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  1. #1
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    logically equivalent

    can anyone explain to me how to prove that p → q and not q → not p are logically equivalent without truth tables
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  2. #2
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    Hello, questionboy!

    Prove that p\to q and \sim\!q \to \;\sim\!p are logically equivalent without truth tables

    p \to q \;\equiv\;\sim\!p \vee q . . I call it "Alternate Definition of Implication" (ADI).


    Start with the right side:

    . . \begin{array}{ccccc}<br />
\sim\!q \to \:\sim\!p & \equiv & q \:\vee \sim\!p & &\text{ADI} \\ \\<br />
& \equiv & \sim\!p \vee q && \text{Comm.} \\ \\<br />
& \equiv & p \to q && \text{ADI}<br />
\end{array}

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  3. #3
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    Hello!

    Quote Originally Posted by Soroban View Post
    Hello, questionboy!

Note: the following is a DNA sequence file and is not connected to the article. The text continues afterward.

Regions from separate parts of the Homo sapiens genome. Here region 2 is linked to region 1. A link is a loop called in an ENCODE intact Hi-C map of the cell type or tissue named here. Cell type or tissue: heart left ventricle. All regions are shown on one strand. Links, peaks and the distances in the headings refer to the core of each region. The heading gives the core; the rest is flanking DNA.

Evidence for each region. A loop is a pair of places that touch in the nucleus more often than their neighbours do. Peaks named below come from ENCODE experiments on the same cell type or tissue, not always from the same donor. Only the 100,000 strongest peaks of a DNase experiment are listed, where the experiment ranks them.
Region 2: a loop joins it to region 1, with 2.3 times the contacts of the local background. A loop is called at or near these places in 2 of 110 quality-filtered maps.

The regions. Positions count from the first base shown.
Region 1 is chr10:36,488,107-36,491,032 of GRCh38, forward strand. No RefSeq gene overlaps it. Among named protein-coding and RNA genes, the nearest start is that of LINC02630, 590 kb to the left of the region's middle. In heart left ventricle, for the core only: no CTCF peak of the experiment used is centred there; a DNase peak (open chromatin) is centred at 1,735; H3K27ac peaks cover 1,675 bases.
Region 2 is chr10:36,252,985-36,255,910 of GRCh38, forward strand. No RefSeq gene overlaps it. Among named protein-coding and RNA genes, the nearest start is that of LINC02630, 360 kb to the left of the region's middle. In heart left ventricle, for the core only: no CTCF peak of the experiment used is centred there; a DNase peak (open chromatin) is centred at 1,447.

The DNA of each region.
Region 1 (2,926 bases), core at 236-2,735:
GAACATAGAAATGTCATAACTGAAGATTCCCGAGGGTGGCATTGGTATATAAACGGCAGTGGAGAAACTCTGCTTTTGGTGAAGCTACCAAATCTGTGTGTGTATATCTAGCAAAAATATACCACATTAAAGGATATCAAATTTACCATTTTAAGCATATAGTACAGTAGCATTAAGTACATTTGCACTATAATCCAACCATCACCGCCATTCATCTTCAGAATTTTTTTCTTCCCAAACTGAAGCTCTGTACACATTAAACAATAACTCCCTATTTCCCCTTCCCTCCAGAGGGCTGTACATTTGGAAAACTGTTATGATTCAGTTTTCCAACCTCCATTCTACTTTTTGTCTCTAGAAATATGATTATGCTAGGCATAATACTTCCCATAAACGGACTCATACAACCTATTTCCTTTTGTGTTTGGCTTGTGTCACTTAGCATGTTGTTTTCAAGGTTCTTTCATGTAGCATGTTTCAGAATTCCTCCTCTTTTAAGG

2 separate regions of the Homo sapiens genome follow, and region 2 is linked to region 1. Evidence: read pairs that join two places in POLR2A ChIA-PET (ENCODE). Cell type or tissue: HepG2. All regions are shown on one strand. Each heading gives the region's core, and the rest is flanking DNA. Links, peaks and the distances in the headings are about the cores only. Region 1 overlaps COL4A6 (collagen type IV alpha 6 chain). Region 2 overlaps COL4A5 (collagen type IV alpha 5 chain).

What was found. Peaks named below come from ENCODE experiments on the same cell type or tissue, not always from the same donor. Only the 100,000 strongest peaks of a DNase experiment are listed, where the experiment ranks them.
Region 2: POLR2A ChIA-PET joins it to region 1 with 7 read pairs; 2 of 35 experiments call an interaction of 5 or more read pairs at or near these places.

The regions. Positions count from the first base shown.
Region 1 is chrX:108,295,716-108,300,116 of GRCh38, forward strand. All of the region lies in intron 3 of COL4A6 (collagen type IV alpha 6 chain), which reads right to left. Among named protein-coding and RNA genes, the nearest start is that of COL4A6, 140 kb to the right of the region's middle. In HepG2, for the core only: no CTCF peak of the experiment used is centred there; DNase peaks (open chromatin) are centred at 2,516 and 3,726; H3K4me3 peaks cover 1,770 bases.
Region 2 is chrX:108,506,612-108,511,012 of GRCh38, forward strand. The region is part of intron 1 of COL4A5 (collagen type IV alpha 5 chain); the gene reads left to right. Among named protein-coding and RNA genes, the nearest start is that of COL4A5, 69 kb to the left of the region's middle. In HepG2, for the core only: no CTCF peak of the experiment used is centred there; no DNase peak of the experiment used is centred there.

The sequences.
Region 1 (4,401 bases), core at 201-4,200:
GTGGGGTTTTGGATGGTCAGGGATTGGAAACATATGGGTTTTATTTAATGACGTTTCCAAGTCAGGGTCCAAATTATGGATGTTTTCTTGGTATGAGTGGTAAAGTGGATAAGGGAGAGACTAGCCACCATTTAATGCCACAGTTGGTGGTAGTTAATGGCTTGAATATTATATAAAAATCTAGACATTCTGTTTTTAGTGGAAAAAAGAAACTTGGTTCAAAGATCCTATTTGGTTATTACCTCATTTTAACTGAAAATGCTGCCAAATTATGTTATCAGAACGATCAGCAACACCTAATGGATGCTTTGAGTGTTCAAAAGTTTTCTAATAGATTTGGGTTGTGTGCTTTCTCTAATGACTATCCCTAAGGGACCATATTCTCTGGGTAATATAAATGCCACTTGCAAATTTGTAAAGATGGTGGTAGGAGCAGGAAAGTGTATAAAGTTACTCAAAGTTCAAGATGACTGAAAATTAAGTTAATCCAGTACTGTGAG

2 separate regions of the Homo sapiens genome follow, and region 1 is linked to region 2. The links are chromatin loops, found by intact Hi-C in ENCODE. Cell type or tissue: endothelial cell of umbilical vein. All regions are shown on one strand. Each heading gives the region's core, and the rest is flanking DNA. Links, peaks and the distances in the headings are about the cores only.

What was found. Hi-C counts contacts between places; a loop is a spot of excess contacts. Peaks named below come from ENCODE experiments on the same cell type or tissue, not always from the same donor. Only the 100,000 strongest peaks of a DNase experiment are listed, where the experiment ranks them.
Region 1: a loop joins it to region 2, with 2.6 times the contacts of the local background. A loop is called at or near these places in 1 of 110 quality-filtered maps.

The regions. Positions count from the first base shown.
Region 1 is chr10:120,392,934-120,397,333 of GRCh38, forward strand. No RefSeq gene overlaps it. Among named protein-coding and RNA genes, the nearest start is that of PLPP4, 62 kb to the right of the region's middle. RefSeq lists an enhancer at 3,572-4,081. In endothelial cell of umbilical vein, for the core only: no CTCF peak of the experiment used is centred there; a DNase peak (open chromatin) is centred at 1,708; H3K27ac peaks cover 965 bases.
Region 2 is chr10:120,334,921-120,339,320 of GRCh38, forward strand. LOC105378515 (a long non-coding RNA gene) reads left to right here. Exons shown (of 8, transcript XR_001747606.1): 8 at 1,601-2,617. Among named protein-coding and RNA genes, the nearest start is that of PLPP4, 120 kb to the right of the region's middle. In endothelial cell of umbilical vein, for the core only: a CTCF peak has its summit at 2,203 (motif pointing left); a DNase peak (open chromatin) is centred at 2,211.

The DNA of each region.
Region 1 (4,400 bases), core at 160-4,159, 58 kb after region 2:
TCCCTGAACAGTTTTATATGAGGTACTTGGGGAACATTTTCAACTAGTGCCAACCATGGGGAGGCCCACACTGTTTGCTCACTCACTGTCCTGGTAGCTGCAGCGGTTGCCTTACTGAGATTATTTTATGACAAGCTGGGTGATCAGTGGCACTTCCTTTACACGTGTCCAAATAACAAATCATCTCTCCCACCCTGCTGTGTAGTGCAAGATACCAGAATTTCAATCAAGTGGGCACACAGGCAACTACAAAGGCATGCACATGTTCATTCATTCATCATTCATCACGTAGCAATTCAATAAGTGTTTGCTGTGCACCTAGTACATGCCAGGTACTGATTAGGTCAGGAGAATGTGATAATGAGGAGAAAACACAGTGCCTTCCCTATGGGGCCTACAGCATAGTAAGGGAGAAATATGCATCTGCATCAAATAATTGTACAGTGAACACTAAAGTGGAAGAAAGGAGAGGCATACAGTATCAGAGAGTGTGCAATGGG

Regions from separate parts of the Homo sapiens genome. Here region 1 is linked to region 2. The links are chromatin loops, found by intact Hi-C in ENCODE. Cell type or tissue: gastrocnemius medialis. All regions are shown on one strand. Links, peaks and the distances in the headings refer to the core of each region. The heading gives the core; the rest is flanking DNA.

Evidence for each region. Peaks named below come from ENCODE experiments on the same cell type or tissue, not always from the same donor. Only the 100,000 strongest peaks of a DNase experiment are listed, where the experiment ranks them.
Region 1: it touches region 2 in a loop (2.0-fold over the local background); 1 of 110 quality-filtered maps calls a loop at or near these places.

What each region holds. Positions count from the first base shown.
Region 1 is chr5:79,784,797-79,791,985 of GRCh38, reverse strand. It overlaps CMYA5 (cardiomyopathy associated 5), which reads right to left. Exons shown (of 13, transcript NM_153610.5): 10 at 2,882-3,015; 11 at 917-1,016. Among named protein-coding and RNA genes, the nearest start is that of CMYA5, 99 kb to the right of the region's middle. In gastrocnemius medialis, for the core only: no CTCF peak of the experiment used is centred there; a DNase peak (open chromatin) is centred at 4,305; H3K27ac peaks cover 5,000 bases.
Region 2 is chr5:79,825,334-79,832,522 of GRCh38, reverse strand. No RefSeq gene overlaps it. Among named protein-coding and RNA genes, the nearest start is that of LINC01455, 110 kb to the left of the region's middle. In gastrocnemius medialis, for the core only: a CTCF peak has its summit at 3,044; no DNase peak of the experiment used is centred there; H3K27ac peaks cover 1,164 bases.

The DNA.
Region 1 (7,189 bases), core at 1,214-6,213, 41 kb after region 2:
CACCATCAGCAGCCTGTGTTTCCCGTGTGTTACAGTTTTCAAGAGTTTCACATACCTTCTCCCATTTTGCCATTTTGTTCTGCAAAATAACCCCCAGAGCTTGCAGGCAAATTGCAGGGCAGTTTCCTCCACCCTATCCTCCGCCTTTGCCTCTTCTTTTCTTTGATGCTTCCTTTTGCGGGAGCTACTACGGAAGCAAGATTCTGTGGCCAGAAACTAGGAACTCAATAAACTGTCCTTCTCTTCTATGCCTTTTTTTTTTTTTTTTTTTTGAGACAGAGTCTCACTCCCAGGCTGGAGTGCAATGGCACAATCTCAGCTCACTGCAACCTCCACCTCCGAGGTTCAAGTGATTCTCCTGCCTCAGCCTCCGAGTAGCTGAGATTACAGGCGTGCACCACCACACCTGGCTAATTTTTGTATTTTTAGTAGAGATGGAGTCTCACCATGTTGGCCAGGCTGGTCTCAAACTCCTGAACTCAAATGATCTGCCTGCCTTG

p \to q \;\equiv\;\sim\!p \vee q . . I call it "Alternate Definition of Implication" (ADI).


    Start with the right side:

    . . \begin{array}{ccccc}<br />
\sim\!q \to \:\sim\!p & \equiv & q \:\vee \sim\!p & &\text{ADI} \\ \\<br />
& \equiv & \sim\!p \vee q && \text{Comm.} \\ \\<br />
& \equiv & p \to q && \text{ADI}<br />
\end{array}

    You should also mention the use of Double Negation.

    Best wishes,
    Seppel
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  4. #4
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    This is fine, but expressing p\to q as \neg p\lor q misses an important subtlety. One can define \neg p as p\to\bot where \bot denotes a contradiction (e.g., 0 = 1). Indeed, p and \neg p imply \bot by Modus Ponens, and deriving \bot from p proves \neg p by Deduction theorem (or implication introduction).

    Then \neg q\to\neg p becomes (q\to\bot)\to(p\to\bot). Now, it is surprising that this formula is implied by p\to q without using the fact that \bot is a contradiction. I.e.,

    (p\to q)\to\Big((q\to r)\to(p\to r)\Big)

    is the transitivity of \to, and it is derivable for any r using only basic rules about implication.

    This suggests that p\to q implies \neg q\to\neg p in a much stronger sense than just in Boolean logic.
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